I have probably shared more in my posts on this topic than I should have, but I guess that is necessary in making my points understood. I didn't get the "start" to farming like so many others did, where their fathers went out of their way to bring a son/daughter into the existing operations by either having enough their to share in it, or investing in some sort of expansion or diversification of the operation to provide that opportunity to their heir apparent. My father lacked the financial resources to lend this assistance to me. My grandfather "ruled his empire" with an iron fist, and seemed to not have a clue as to how to "build up" his own sons to have the drive and the stamina to expand and succeed. My grandfather was the third generation on the land, and had some luck and success in his outside endeavors with non-farm business ventures. My father was the oldest of five kids. He has always been rather bright, and learned a lot about farming by working for others part time while in his teens, and just doing things. He moved away for period of time, married my mother, and came back to the farm in a position NOT of financial strength. He worked for my grandfather as his hired hand for 14 years. My dad's youngest brother came back, in the mid-1970's, after he couldn't hack it in the real world, another son in a position NOT of financial strength, but having bachelor's degree in economics and finance. My grandfather became less involved in the day to day operations, while working in his off-farm employment and business ventures, but kept his two sons under pretty tight reins. The youngest son, as I noted, came back with his "tail between his legs" and my grandfather told his oldest son (my father) and his youngest son (12 years younger) "they were equal partners." That set the tone for a troubled partnership, with the youngest one lacking quite a bit in "sweat equity," but my father didn't openly talk about this "sore spot" with anyone. My mother went to work for one of those "off farm business ventures" my grandfather was involved in as Chairman of the Board and CEO. Next comes the second eldest son to come and work in that business as Vice-Chairman. My mother indicated she had a very good working relationship with my grandfather in that setting, however the relationship with my uncle, her brother in law began to get strained, especially when my grandfather phased into semi-retirement, giving up his position as CEO, but retaining the role as Chairman of the Board until his death. That uncle has since retired, and got his money from the business when he sold it. As I look at how he managed it though, he managed it poorly from an HR standpoint, because he was rather open about how he viewed himself in that role as "GOD." The business existed, but it never grew under his "watch." My dad and the rest of his siblings were paid out of their shares of this business when it was sold. There is no further legacy of my family in that institution, as it operates under a totally different name today. The readers of this may wonder what about the other two siblings. Well, another uncle, after graduating college, went to work in a nearby town for a financial institution. From there, after about 6 years, he moved to a large metro area within that same company, working his way up the corporate ladder and did quite well in life, but I cannot help but wonder what sort of a physical toll it may have taken on him, as he died from a terminal illness. My dad's other sibling lived mostly in large, metropolitan areas and worked for a number of years in wholesale for various department stores, and several years later decided to go back to teaching. The uncle that came back to the farm, along with his wife, employed some pretty calculated and devious tactics to push me away from the farm for the better part of 25 years, as well as attempts to push my father out of the operation as well. The farm was split up in the 1990's. Both times I moved back, in the hope of working my way into the farm, the assaults upon my being there were ramped up, and after I left both times, they "played nice" once again with me, while the deliberate attempts to "weasel" their way into those tracts of my father's and under his control would start again. Sometimes these were rather subtle, in loaning a piece of equipment to my father, or doing favors, and it never failed, at some time, the uncle would hit him up to rent my dad's farm from him, or "help him" always with an ulterior motive. When I made my last career move, it involved a physical move from my hometown, to another community a half an hour away. Within a few days of the word getting out about that, my farming uncle approached my dad about "taking over a piece of real estate" I had been in control of and tending to for the prior 7 years. I can only imagine what would have happened if I had moved "hours away," or died! My father had a difficult partnership with this brother while they were working together for about 20 years. Both my grandparents had to die before my father started talking about all the frustrations he had in his relationship with my grandfather, and ultimately the difficulties he had working with his brother. I had been pushed away from the farm by my parents for so many years because: 1) they didn't want me to have any involvement or be subjected to the turmoil in that "strained partnership" he with my farming uncle; 2) they didn't want me to come back to the farm in a position of financial weakness; 3) my father and I already had a strained relationship, and he didn't want to see it strained to the degree his relationship had been strained with his own father; and 4) my father felt more like a failure than a success in his farming endeavors. It took some growing up and some healing on my part, as well as some healing on my father's part, to start mending things between us. I grew up in a hardnosed disciplinarian family with two working parents. My sibling and I had daily and weekly chores and tasks to complete, and I pitched in to the farming efforts as best I could, while also holding down a part time job, in order to put myself through college. I resented for some time being pushed away. My parents knew of my resentment, but didn't want me to come into a "minefield" either. Additionally, with the fallout of the farm crisis in the 1980's, rural areas experienced an exodus of their youth out and away from these smaller communities. I didn't like the various work places I went to, but at least with every place along the way, I had made new friends, many whom I still have close knit relationships with to this day. I cannot stress how hard those first 13 years were for me. My heart was always on the farm, thus I would try a couple different jobs in very close proximity to that farm, so I could spend my spare time working there, especially in the spring and fall, which I did each and every year I was in high school, college, and every job I had, regardless if I was living and working just a few minutes away from the family farm, or several hours away. I didn't ask for or expect a dime for my work! In 2004 or 2005, I took some time off from work leading up to the weekend. My parents had to be away for my sister's college graduation, several states away. I asked for a bit of help from a family friend, and he worked the soil ahead of my planting the last few hundred acres of crop that spring. Those were some very long days for me, since I was going from 6 am until 9 pm, but we got the job done. I don't know for sure, but that determination of mine, along with that effort, seemed to be a turning point for my father in seeing my level of commitment and interest in the family farm. That also seemed to be a key point in healing the difficult relationship we had between us. It was 2 years later, my dad semi-retired and decided to rent the farm to me. I maintain my job because it is a good paying job, and I can do most of what I need to do on weekends and my days off from work, along with help from my father. He hasn't always agreed with what I have done, but he has seen many of the results have been positive and productive. He and my mother both regret pushing me away like they had done. They also admit to living on the farm and raising us there, was the best place to be. I seem to suspect my father regrets not doing more to bring me into the operation several years earlier, as he sees the merits of what I have been able to bring to the operation. He has found joy in farming and working with me, something he didn't have in the strained partnership with his brother, or the difficult relationship with his own father. I also think he feels now, had I been actively and financially involved 10 or 15 years earlier, he would have found greater success. My father, as well as my mom, regret a lot of mistakes they made. Don't we all! They grasp hold of and have realized the interest and the passion I have always had about farming, and regret minimizing or dismissing it for so many years. In my own growth, both personally and professionally, I harbor no resentment or ill feelings about what happened in the past. As I have shared elsewhere, the struggles, the pain, the doors slammed shut, those outside uncontrollable forces working against me and my interests...................all those negatives, have made me who I am today. I would like to think I am a better person as a result, where I am a much better manager, having more confidence in what I am doing. I think I am more appreciative of the good things that happen, but also a lot stronger and more resilient when bad things happen. By and large, I think I am a more humble and charitable person, realizing there is much more to this world than just me. I see to many others who are so "self absorbed." I think I am more conscientious of my actions, and the after effects of those actions towards others, in wanting to be more considerate of others. I have also eluded to the "chip on my shoulder." I don't very often go there, but I have and will, when someone tries to compare himself to me and suggests "I have had it made," or "I know exactly what you are going through or been through." That confidence and strength I have gained, has also ingrained a willingness and ability to stand up to others and fight for what I truly believe, or feel threatened over. I noted some of those outside forces working against me. Twenty years ago, I would have avoided certain conflict or confrontation. That is no longer the case. I do exercise tact and diplomacy, but am able to speak with courage, resiliency, and I can and will push back when required.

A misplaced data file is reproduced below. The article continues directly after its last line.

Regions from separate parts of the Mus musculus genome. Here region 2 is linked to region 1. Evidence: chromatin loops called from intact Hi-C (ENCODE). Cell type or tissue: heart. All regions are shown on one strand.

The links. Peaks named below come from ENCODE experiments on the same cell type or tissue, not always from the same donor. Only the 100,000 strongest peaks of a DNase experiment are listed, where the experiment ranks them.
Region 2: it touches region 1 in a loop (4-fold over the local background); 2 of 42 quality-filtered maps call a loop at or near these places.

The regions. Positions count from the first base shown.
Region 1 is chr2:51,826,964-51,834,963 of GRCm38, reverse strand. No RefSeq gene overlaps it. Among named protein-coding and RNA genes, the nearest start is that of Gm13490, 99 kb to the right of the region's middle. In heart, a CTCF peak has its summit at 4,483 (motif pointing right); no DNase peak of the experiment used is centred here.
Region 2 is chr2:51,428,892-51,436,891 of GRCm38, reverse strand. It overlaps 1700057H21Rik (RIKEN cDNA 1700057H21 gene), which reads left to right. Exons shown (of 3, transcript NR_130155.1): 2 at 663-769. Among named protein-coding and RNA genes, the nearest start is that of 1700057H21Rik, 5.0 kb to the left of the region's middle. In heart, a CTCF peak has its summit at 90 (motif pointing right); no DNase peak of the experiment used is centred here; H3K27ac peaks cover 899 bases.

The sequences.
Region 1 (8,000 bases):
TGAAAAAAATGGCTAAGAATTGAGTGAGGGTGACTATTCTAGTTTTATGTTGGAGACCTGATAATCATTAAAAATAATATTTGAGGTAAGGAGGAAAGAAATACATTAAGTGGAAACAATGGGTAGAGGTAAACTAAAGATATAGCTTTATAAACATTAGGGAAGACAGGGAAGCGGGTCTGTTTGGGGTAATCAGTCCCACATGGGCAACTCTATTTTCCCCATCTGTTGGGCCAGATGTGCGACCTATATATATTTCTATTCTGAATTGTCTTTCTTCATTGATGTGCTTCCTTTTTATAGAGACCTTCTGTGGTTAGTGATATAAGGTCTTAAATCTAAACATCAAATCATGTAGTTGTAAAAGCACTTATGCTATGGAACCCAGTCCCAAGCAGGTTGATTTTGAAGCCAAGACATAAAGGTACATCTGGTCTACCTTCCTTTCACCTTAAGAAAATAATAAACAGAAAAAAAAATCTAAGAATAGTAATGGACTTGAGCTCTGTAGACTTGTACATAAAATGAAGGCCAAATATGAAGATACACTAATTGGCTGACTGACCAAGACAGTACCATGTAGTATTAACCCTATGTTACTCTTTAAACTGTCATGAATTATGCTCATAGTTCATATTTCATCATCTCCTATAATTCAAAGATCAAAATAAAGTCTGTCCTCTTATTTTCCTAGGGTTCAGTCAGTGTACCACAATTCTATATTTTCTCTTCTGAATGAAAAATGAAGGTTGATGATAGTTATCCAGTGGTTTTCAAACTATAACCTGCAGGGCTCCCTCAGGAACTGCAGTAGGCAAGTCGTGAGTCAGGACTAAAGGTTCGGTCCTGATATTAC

When I look at some of my long time acquaintances and peers, who got the start, support, and backing from their father I had wanted so bad, well, I find it rather interesting and enlightening in how I see them handle downturns, failures, and other adversities. There were times, when those closest to me, thought I was close to "breaking" or "going over the edge." I will admit there were times I did crawl into a bottle and didn't want to come out. I had many mornings, when it was physically and mentally painful to put my pants on and go to work on Monday mornings. I lost my faith for a time. I was angry and bitter, and I felt this way for a long time. I hated the life I was living, particularly my work life. I hated where I was living at the time. I was angry in how I felt it was one bad thing followed by another. Part of that anger stemmed from feeling like "I was a good son. I did all that everyone had asked of me and then some. I didn't get into trouble. I tried to do good things. Good things are supposed to happen to good people. I had openly asked God what I had done to deserve this perceived hell I felt I was living in. I felt just about everything I had my fingers in turned to "horse manure." My breakthrough started when I made the decision to make my last career move. Interviewing and accepting that job was exactly what I needed to do. I had my eyes so focused on "the farm," that I lacked the peripheral vision to see or look for anything else, and begin to realize it was not meant to be for me to be that full time farmer as I had wanted to much. I was blind to the signs God was sending me for so long, or as my father always said, "I couldn't see the forest through the trees." I had been fighting for, and beating my head against the wall for something that was not intended or planned for me, and I truly believe all that was conditioning and resiliency training I had to go through to make me who and what I am today.